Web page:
What are movement maps?
Movement maps are a visual aid that can be used to qualitatively judge limb asymmetry and limb variability.
- Use movement maps for walks and runs only.
- Walk or run between 1-2 minutes for best results.
- Compare movement maps from the same subject only. Look at how a subject changes over time.
- Consistency is key. Make sure you perform your walk or run:
• For the same amount of time.
• On the same surface (if you start running on a treadmill, only compare to other treadmill runs).
These maps use a visualization technique called a phase space diagram.
The whole canvas of each movement map is a phase space in which all possible states of walk and run are represented. Each possible pixel represents a person's left and right limb position and accelerations during a walk or run.
As someone walks with the Plantiga insoles recording data, the grey line in the movement map shows that person's unique path through this phase space.
Each step a person takes is shown as a circuit through the diagram. If a person takes more steps, more lines will show up in the movement map.
How To Read a Movement Map
Directional and Rotational Components
There are six plots in a movement map, each corresponding to a specific rotation or direction. There are three rotational axes and three directional axes. Each is labeled with a diagram to the right of the map.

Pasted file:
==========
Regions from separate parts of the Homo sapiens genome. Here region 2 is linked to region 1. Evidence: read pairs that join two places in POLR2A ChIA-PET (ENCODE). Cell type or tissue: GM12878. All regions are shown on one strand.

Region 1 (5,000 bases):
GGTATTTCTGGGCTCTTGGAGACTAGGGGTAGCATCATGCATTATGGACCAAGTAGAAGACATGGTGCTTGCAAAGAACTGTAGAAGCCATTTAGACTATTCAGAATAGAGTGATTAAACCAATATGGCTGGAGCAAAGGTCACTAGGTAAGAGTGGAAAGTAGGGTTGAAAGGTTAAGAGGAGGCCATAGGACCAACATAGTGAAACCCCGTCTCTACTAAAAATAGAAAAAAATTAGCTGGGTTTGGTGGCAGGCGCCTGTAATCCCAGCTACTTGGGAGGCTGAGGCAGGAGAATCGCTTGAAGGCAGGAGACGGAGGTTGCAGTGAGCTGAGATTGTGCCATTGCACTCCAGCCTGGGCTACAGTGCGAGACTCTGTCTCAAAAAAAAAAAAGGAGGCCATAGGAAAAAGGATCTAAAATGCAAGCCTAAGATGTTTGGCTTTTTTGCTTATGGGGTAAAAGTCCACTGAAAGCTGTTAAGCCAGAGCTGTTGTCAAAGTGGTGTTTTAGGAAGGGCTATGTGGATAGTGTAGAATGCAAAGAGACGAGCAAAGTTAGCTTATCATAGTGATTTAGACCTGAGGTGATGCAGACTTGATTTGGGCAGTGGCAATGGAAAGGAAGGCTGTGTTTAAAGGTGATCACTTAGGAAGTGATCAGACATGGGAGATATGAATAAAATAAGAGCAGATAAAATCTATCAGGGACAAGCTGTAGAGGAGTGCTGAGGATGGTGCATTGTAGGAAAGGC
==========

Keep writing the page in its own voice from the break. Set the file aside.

For each rotation or direction, you can look at the asymmetry of one limb with respect to the other limb. Each has a black line in the center, marking the axis of symmetry. If a diagram looks mirrored across this axis, then the person is more symmetric.
Below are two examples of movement maps. The first can be considered roughly symmetric; the second is more asymmetric.
Movement maps can also highlight limb variability. Movement maps plot a journey through the phases of a person's walk or run.
Think of a robot marching in a straight line: each step would be exactly the same, represented in the movement map as a single dark grey line. There would be no variability in the way it walks. Every step would take it through the same phase space.
Now think of a toddler just learning how to walk. Each step would be different as they make their way forward. There would be no consistency from step to step. This would be represented in the movement map as a fuzzy grey blob.
Below are two real examples of movement maps. The first person can be considered more variable and the second much less so.
If you have a pre-injury baseline for a person, you now have a target of what he or she should return to after an injury. You can watch the person return to his or her baseline as they progress through the rehabilitation process.
We are doing extensive research into quantifying movement maps. Our artificial intelligence engine "Norman" is working on classifying these images to extract meaningful insights and predictions such as:
- Predicting pre-injury baseline from injured subject
- Generating a Movement Quality Score
- Predicting peak performance output
Our team has visually identified meaningful and repeated patterns in movement maps. Take a look at this example of a person recovering from ACL surgery:
How To Access Maps
Navigate to the "info" page of a walk or run activity and click on "Generate Movement Map"
Once the movement map been created, you will need to download it from the same page: